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Bulletin of Animal Health and Production in Africa

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Effects of age and sex on haematological and serum biochemistry in Japanese quails

AA Ayoola, LT Egbeyale, OM Sogunle, DA Ekunseitan, AA Adeyemi

Abstract


This study was conducted to determine the variations in blood parameters (haematology and serum biochemistry) at different ages (in weeks) in male and female Japanese quails. A total of hundred (100) unsexed day-old quail chicks were purchased and sorted based on sex at the third week. Blood samples were collected at the 3rd, 5th, 7th and 9th week of age from each sex and analysed for the haematological and serum components. The experiment was arranged in a 4 x 2 factorial layout and all data collected were subjected to one way analysis of variance in completely randomized design (CRD) using SPSS version 20 for windows. Haematological indices were not significantly (P> 0.05) influenced by age except (P< 0.05) haemoglobin which increased with increasing age. However, none of the haematological parameters were different (P> 0.05) between the sexes. Total protein, albumin and globulin decreased significantly (P< 0.05) with increasing age, however significant (P< 0.05) increase were noted for serum calcium, Aspartate transaminase (AST) and Alanine transaminase (ALT). Cholesterol was the only serum biochemical parameter that varied significantly (P<0.05) between the sexes with the highest (131.88mg/d) shown in females. All determined haematological indices did not indicate any significant (P>0.5) effect of interaction between age and sex in quails except (P<0.05) for the PCV which was highest in male quails at the 9th week (51.00%) and least in male quails at the 3rd week (36.50%). All serum indices were statistically different (P <0.05) except calcium and uric acid. Based on the results of this study, it can be concluded that haemoglobin increased with advancement in age while other haematological parameters were not affected. Sex did not influence haematological parameters in quails, however, female quails had higher serum cholesterol than male quails.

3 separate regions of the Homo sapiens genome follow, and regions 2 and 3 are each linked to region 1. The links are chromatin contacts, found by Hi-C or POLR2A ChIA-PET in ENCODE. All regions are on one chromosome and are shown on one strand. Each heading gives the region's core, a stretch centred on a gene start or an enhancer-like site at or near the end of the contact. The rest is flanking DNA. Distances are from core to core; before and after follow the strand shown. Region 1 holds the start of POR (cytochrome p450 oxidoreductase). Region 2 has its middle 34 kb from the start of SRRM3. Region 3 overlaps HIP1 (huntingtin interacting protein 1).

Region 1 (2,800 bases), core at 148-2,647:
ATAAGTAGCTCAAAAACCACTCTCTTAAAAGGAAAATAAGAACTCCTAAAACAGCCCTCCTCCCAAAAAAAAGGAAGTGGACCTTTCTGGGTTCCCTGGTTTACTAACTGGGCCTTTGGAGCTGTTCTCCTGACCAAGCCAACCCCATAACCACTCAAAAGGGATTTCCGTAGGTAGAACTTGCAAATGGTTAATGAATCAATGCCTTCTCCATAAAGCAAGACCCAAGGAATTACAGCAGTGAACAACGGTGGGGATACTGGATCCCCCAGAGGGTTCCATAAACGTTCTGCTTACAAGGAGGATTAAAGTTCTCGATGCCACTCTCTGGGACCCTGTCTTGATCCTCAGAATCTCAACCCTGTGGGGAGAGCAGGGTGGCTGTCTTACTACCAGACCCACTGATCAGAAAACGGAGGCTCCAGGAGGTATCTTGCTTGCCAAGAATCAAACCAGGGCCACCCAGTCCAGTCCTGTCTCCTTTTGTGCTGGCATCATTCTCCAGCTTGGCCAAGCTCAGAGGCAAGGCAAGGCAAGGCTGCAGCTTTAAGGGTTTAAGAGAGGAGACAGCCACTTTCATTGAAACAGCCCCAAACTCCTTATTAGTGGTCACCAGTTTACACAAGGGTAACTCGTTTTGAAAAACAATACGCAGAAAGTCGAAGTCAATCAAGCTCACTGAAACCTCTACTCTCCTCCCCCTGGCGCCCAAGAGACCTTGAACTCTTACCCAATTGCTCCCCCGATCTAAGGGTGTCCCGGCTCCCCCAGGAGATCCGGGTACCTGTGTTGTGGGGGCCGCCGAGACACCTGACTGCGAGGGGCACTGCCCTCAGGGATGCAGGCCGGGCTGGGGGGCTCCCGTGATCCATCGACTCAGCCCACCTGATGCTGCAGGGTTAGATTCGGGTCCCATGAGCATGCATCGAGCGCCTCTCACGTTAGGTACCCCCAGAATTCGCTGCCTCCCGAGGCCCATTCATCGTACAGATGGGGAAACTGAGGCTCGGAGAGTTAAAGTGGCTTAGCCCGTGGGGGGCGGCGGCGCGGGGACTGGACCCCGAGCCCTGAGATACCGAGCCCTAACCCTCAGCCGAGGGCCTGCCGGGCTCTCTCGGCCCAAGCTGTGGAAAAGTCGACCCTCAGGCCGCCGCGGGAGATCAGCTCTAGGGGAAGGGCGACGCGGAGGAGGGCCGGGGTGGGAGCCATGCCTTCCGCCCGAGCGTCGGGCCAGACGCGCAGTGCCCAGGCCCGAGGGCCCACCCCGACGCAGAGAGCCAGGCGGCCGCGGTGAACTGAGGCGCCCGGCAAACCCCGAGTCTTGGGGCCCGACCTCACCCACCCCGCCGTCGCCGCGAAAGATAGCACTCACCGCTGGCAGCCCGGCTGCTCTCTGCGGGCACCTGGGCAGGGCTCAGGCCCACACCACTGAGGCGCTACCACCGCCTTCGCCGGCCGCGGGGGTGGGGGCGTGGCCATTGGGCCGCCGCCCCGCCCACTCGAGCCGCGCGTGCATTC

Keywords: age, sex, haematology, serum biochemistry and Japanese quails




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